AFBoehm My encaustic and fiber sculptures reduce larger images and concepts into elegant simplified forms. By paring down basic elements of color, shape and movement I am able to acknowledge another kind of space. Ultimately they become symbols of incompleteness that come together in works of art that are complete and whole. My work elevates the humble cheesecloth. When married with encaustic it becomes surprisingly malleable allowing for a broad range of sculptural treatments. The resulting works are abstract representations of urban history that often explores the physical and mental boundaries of public and private spaces we inhabit. I am currently working on an encaustic and fiber sculptural installation for a solo show at Art on Armitage in Chicago December 2014.
Alicia Forestall-Boehm’s blog


I saw Kari Hall’s work before I met her at a FUSEDChicago show and immediately thought, I need to meet this woman! I remember standing in front of one of her paintings and feeling like I was falling into it and just having to hold myself back from touching the rich surface. But beyond the beauty of how she handles the medium, you can sense that there is a lot of thought and emotion contained in her paintings. I love her work and am happy to highlight her here.


Kari HallBorn and raised in the Chicagoland area, Kari Hall earned a BA in Visual Communications Design from Purdue University in West Lafayette, Indiana. It was there Kari was first introduced to encaustic painting and has kept her concentration on developing work in this medium. Her work has been shown in many galleries around the Chicago area such as the Zhou B Art Center, Fine Arts Building, Black Cloud Gallery, Union Street Gallery, and Morpho Gallery. Her art-making process is focused on a visual and emotional unfolding, personal memories and honest expression revealed through a landscape of color, light, texture, and dimension. She melts, carves, and transforms layers of wax to expose the depth of her life. Through it she is guided to a place, whether real or imagined, simple or complex. This process encourages a thought-provoking journey and allows her natural creative mind to spill open. When she isn’t in the studio painting, she is spending time with her husband, Drew, and Bloodhound puppy, Harvey.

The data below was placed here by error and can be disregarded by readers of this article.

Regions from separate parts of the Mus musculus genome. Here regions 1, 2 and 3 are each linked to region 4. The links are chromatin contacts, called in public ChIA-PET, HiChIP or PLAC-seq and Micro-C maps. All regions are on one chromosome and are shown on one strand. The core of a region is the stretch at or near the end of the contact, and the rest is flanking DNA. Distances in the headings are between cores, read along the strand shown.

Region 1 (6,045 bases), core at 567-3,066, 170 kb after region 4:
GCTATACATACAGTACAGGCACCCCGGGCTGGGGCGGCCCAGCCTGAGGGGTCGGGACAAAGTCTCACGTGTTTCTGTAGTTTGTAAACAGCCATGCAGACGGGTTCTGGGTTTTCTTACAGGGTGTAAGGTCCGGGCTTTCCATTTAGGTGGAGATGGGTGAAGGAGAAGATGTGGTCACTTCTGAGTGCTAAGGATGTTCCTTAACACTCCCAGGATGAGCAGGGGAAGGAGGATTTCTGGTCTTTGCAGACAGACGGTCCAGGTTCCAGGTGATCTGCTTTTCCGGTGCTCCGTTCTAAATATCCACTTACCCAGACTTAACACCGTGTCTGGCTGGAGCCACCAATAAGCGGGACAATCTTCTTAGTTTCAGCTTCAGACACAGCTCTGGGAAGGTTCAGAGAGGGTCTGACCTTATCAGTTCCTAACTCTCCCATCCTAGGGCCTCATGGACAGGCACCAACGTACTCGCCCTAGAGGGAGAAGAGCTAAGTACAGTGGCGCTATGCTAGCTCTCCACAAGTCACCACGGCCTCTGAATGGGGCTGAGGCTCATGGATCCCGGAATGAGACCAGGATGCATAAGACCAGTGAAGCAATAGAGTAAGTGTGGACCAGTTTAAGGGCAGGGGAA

Kari Hall’s blog

Hope you’ll take some time to visit these four artists here and be sure to check back with Angie, Alicia, and Kari next week for their answers.


  1. Bridgette, I have always for years now admired your work, the layers are divine, mysterious and pulls me in…I love your palette, textures and imagery. Somehow, now after reading your responses to the brings a deeper appreciation of you, the artist, maker of this fabulous art work…I totally resonate with the process of writing a lot before is integral to my art making process too…I wonder sometimes how many artists do the same, journal, write before creating? It was lovely to see another layer of your art making process…thanks so much for sharing…

    1. Thank you so much Supria. I read your comment above and everything you wrote is what I think of your work and how I too responded to reading the answers of the questions. I have a feeling a lot of artists use writing as part of their creative process. Writing it down to gain clarity…or if not clarity then a direction to pursue when we get to the paint. Thank you again for inviting me to be part of this interview.